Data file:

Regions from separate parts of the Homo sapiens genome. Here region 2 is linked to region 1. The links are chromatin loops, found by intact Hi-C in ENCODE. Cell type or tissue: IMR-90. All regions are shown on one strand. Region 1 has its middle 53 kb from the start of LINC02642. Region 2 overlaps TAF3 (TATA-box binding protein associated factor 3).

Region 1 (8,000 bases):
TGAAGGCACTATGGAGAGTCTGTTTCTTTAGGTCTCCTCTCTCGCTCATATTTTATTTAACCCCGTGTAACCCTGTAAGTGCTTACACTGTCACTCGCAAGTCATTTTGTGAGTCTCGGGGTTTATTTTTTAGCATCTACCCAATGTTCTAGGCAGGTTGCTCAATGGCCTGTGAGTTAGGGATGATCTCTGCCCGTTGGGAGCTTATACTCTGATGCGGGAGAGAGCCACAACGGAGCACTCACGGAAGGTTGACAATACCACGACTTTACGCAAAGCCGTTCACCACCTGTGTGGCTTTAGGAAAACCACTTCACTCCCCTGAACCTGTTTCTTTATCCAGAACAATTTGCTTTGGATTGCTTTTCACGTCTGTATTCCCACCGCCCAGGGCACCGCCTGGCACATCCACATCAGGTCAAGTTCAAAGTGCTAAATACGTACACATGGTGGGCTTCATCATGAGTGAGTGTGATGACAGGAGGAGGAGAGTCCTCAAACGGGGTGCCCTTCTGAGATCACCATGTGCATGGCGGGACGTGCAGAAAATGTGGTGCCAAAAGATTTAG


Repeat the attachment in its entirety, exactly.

Regions from separate parts of the Homo sapiens genome. Here region 2 is linked to region 1. The links are chromatin loops, found by intact Hi-C in ENCODE. Cell type or tissue: IMR-90. All regions are shown on one strand. Region 1 has its middle 53 kb from the start of LINC02642. Region 2 overlaps TAF3 (TATA-box binding protein associated factor 3).

Region 1 (8,000 bases):
TGAAGGCACTATGGAGAGTCTGTTTCTTTAGGTCTCCTCTCTCGCTCATATTTTATTTAACCCCGTGTAACCCTGTAAGTGCTTACACTGTCACTCGCAAGTCATTTTGTGAGTCTCGGGGTTTATTTTTTAGCATCTACCCAATGTTCTAGGCAGGTTGCTCAATGGCCTGTGAGTTAGGGATGATCTCTGCCCGTTGGGAGCTTATACTCTGATGCGGGAGAGAGCCACAACGGAGCACTCACGGAAGGTTGACAATACCACGACTTTACGCAAAGCCGTTCACCACCTGTGTGGCTTTAGGAAAACCACTTCACTCCCCTGAACCTGTTTCTTTATCCAGAACAATTTGCTTTGGATTGCTTTTCACGTCTGTATTCCCACCGCCCAGGGCACCGCCTGGCACATCCACATCAGGTCAAGTTCAAAGTGCTAAATACGTACACATGGTGGGCTTCATCATGAGTGAGTGTGATGACAGGAGGAGGAGAGTCCTCAAACGGGGTGCCCTTCTGAGATCACCATGTGCATGGCGGGACGTGCAGAAAATGTGGTGCCAAAAGATTTAG